The majority of products in Malta are imported, hardly surprising for such a small island, and there’s certainly no shortage of choice when it comes to shopping, with well-known brands available in most outlets. However, there are some items produced in Malta that are difficult to find elsewhere, so seek them out while on your trip for a unique cultural experience.
As Malta enjoys warm weather most of the year, there’s a high demand for refreshing, cold drinks. Cisk Lager Beer is a local favourite, while the undisputed king of soft drinks is the carbonated Kinnie. Drinks producer Farsons brought Kinnie to the market in 1952, and it proved a welcome alternative to the different colas available on the island following World War II. A bittersweet orange flavour mixed with aromatic herbs, Kinnie is an acquired taste, but it’s certainly worth a try. Farsons also produces Cisk Lager Beer, which has a full hop aroma and golden colour and is still made with the same recipe as it was when launched in 1929.
If you have the opportunity to visit a craft fair during your visit to Malta, look for stalls selling ganutell. This traditional art form of creating intricate flowers using fine wires is passed down from generation to generation, and it’s as fascinating to watch the process as it is to see the finished product. As pieces are often commissioned and used to decorate churches, you won’t usually find these beautiful items in shops.
Growing on farmland, along the roadsides and even on waste ground, prickly pear cacti abound in Malta. Best picked early in the morning or at dusk when the spikes on their skin retract, the prickly pears, once peeled, have a distinct taste with a melon-like scent to them. Enjoy this summer fruit in products such as liqueurs, jams and conserves – a taste of Malta to take home.
Made with mashed tic beans, brown beans or broad beans, bigilla is available in most Maltese restaurants and from delicatessens around the island. This dip is the perfect accompaniment to freshly baked Maltese bread and is often served as a complimentary hors d’oeuvre to snack on while choosing from the menu. Recipes can vary slightly, though the main ingredients remain the same – beans, olive oil, herbs, seasoning and lashings of garlic. Don’t forget a packet of mints for freshening up afterwards.
Mdina Glass first opened in 1968 as the first glass company in Malta, producing stunning items such as candleholders, vases and centrepieces. Each piece is unique, created by artisans who not only blow the glass but shape it by hand, too. All glassware is made to a high standard, and its outlet in Ta’ Qali craft village allows you to enter the workshop to watch all the action.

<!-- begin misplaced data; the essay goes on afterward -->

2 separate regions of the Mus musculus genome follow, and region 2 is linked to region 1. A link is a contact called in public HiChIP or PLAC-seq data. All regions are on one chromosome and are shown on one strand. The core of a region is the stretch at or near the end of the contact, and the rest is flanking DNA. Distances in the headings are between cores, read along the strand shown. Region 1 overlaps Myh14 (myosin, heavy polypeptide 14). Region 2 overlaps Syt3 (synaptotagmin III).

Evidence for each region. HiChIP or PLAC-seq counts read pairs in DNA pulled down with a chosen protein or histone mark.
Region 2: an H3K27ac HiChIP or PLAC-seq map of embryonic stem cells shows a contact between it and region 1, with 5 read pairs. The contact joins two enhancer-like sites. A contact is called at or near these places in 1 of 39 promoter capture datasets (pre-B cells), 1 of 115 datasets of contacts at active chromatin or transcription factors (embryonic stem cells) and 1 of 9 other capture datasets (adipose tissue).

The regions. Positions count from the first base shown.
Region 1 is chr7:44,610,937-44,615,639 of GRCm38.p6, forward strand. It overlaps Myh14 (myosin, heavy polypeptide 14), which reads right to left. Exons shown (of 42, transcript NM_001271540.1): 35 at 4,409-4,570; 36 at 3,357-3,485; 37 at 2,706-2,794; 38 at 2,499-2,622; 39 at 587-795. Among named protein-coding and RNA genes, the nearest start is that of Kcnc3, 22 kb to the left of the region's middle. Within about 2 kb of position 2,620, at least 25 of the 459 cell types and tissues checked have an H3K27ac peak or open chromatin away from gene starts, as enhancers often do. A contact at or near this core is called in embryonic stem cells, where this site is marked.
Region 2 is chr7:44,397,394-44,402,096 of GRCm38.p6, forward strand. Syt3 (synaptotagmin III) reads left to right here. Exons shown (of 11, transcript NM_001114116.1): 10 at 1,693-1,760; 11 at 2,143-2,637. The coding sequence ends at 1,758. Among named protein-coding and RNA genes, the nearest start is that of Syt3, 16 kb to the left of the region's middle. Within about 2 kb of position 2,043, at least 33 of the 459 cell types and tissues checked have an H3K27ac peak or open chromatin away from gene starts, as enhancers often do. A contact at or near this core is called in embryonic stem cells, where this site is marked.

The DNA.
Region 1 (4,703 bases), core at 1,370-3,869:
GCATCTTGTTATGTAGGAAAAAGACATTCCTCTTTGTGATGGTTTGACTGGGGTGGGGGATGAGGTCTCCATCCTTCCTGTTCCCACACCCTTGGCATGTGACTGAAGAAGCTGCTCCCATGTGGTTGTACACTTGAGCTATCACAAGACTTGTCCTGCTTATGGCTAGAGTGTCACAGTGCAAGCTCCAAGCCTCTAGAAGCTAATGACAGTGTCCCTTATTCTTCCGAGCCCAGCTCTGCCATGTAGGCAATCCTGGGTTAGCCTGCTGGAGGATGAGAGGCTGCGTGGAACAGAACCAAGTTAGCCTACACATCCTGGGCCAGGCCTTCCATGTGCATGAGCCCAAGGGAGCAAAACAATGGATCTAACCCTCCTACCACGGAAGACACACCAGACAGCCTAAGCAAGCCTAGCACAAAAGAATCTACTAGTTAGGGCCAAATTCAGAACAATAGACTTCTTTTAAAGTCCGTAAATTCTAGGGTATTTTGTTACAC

Recovered from Ħal Saflieni Hypogeum – a prehistoric underground temple that dates back to circa 4000BCE – the Sleeping Lady figurine is now on display at the National Museum of Archaeology. Carved out of stone, this millennia-old lady lying on her side in a natural sleeping position has replicas available in many gift shops – an icon you will only find in Malta.
Not to be confused with bigilla, the savoury Maltese dip, bizzilla is a form of lacemaking that uses techniques dating back to the time of the Knights of St John, when ornamental lace was a much sought-after fashion accessory. It’s a fascinating process to watch, where wooden bobbins are used with various thicknesses of thread, and it’s not uncommon to see ladies sitting in their doorways on warm summer days creating these works of art. Also, a Maltese cross is often entwined within the pattern, making it traditionally Maltese.
While filigree originated in ancient Greece and Rome and is seen in many countries worldwide, these ornate pieces of jewellery and ornaments, made of delicately thin gold or silver wires, remain a speciality of Malta, with a quality that is second to none. Most jewellery and gift shops stock some sort of filigree items handmade by artisans across the island, but the best ones to look out for are those made bearing the eight-pointed Maltese cross.
Gozo, another Maltese island, has a popular product you’ll also find in Malta – gbejniet, a delectable round cheese made with unpasteurised sheep’s or goat’s milk. It’s available plain or with added flavours such as garlic, sun-dried tomatoes and chilli pepper. Eaten as is, drizzled with olive oil on salads or added to soups or as a pizza topping, these tasty cheese circles, made by family-run businesses, are always in high demand.
As with Cisk and Kinnie, you can’t visit Malta without trying a packet of Twistees. Although now widely exported, you’ll find the full range of flavours in their birthplace of Malta. These savoury snacks were invented more than 40 years ago and were one of the first types of crisps to be baked rather than fried, making them an instant success. Branching out and keeping up with EU regulations, the iconic Twistees launched Twistees Lite as an even healthier option. Its Facebook page has thousands of followers, and there are plans to launch exclusive new flavours.